This text was written by Caleb Mutua. It appeared first on the Bloomberg Terminal.
The worldwide sustainable bond market had its busiest February on report, pushed by massive offers from governments and a string of debut transactions from huge companies.
New gross sales of inexperienced, social, sustainability and sustainability-linked debt reached $87.75 billion final month, making it probably the most energetic February since inexperienced bonds first emerged in 2007, in line with information compiled by Bloomberg. The borrowing blitz follows a good busier January, when over $115 billion was raised.
Inexperienced bonds accounted for greater than half of the entire of February’s gross sales at $49.2 billion, a slight drop from roughly $54 billion in January.
“The sturdy month-to-month issuance leads us to anticipate one other sturdy yr of issuance within the face of excessive inflation, rising charges (particularly in US and Europe) and potential recession dangers,” Bloomberg Intelligence analyst Christopher Ratti wrote in a notice on
Monday.European Funding Financial institution — the primary establishment to difficulty a inexperienced bond — was the largest issuer of inexperienced debt final month, elevating over $11.5 billion throughout completely different transactions and currencies, Bloomberg-compiled information exhibits. In the meantime, Comcast Corp. priced $1 billion in its debut inexperienced bond and is planning to make the debt a part of its long-term plan to lift capital.
Gross sales of sustainability bonds, whose proceeds can be utilized to fund each environmental and social tasks, fell 19% to $23.32 billion in February, from over $28 billion in January.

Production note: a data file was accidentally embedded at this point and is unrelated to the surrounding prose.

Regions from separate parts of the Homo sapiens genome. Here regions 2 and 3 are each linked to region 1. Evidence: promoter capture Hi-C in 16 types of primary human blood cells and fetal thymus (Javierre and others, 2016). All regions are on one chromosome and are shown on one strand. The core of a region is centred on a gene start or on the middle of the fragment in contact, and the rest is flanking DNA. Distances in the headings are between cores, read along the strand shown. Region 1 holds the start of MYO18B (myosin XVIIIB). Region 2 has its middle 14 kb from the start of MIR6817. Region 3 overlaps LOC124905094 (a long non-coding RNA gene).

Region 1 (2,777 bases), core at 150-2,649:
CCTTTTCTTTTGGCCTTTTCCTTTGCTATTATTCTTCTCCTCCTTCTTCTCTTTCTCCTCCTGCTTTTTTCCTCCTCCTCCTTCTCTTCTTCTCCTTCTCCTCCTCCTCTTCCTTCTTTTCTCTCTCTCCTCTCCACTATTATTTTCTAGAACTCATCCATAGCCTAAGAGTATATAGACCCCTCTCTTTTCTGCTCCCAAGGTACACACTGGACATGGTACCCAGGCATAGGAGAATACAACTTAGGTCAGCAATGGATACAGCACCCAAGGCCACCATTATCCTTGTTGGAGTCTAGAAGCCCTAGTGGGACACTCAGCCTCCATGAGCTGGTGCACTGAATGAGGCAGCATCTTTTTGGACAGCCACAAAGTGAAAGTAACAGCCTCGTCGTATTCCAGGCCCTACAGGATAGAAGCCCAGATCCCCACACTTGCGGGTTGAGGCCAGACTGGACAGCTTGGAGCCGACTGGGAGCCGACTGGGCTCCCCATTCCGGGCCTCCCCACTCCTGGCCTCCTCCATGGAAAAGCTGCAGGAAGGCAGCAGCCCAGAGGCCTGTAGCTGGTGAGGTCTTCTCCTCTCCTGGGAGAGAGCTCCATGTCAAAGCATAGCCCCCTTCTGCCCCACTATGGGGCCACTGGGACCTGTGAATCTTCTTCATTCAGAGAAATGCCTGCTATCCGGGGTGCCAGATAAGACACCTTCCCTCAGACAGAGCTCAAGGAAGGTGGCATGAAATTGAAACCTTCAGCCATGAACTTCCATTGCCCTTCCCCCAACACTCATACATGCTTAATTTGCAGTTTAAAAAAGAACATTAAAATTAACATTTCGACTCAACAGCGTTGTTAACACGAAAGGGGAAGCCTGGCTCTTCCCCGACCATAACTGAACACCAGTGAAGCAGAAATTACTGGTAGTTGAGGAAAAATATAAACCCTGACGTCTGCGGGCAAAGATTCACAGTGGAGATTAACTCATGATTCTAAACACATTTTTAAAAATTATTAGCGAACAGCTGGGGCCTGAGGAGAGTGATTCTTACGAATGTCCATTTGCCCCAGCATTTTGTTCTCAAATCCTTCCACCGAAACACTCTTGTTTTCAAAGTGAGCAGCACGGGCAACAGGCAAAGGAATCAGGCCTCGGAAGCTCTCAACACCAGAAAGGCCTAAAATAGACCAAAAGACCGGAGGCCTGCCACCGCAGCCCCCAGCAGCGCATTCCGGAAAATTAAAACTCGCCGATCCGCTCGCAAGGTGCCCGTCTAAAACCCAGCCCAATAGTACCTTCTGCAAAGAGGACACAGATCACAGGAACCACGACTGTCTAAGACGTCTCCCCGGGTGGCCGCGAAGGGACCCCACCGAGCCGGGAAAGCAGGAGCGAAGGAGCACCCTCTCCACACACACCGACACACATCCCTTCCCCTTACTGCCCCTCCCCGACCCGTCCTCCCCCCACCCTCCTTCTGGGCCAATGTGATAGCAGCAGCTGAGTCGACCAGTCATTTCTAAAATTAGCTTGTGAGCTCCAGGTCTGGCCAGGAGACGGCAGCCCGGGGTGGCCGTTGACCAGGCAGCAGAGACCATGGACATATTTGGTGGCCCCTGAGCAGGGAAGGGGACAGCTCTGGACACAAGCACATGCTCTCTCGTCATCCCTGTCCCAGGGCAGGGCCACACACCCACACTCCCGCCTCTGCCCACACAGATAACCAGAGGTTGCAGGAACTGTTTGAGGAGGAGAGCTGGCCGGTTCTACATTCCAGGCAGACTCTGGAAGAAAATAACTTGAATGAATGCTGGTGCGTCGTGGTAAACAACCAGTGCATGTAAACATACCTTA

Issuance of social and sustainability-linked bonds additionally fell final month. Notable offers embody Nokia Oyj’s €500 million ($529.1 million) debut SLB, which obtained orders of over €2 billion, and a four-billion euro social bond from French company Cades.
Morgan Stanley is receiving extra questions from high-yield and leveraged mortgage funds as issuers proceed to offer extra ESG information and there are proposals to European regulation that might drive demand if applied, strategists led by Carolyn Campbell wrote in a notice on Monday.
Roughly 25% of high-yield issuance in Europe is ESG-labeled with banks dominating in inexperienced junk offers, they wrote. In the meantime, labeled debt within the US junk market is comparatively small however rising.
“There may be structural demand for the excellent ESG-labeled high-yield/mortgage issuance, whereas excessive funding prices and an unsure progress outlook ought to restrict leveraged credit score issuance, together with labeled debt, within the close to time period,” wrote the strategists.